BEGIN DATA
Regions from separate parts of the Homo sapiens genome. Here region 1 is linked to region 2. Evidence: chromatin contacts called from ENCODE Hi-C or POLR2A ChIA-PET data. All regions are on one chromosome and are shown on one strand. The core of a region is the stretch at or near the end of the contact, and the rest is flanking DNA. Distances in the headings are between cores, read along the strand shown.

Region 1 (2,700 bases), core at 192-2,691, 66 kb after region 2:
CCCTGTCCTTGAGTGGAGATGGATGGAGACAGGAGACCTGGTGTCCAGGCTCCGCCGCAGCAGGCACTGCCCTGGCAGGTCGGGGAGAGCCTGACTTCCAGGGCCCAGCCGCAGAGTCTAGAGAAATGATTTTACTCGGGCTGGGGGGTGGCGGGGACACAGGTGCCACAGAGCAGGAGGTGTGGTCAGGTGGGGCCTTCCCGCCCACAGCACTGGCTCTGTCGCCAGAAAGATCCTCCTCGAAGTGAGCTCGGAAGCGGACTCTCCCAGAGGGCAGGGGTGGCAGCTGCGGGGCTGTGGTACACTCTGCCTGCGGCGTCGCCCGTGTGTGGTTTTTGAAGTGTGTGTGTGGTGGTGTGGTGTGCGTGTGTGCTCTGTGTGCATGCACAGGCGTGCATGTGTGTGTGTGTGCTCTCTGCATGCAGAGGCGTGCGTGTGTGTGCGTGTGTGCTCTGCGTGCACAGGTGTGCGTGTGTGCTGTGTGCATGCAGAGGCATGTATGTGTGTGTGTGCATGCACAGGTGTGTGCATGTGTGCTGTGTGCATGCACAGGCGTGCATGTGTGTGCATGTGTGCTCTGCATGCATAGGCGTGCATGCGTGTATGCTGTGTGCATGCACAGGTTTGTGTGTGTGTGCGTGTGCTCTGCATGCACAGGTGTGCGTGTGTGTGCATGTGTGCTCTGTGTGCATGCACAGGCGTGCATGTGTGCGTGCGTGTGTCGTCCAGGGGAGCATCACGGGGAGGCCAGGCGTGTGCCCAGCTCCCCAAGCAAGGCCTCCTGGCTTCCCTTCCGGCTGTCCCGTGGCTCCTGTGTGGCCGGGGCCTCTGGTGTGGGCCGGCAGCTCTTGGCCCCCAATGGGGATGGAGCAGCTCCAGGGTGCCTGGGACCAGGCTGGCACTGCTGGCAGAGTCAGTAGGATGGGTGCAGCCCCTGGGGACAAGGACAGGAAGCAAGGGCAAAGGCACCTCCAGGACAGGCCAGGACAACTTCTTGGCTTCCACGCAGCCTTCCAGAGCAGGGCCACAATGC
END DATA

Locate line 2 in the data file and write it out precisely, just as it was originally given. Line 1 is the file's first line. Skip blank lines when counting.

Region 1 (2,700 bases), core at 192-2,691, 66 kb after region 2: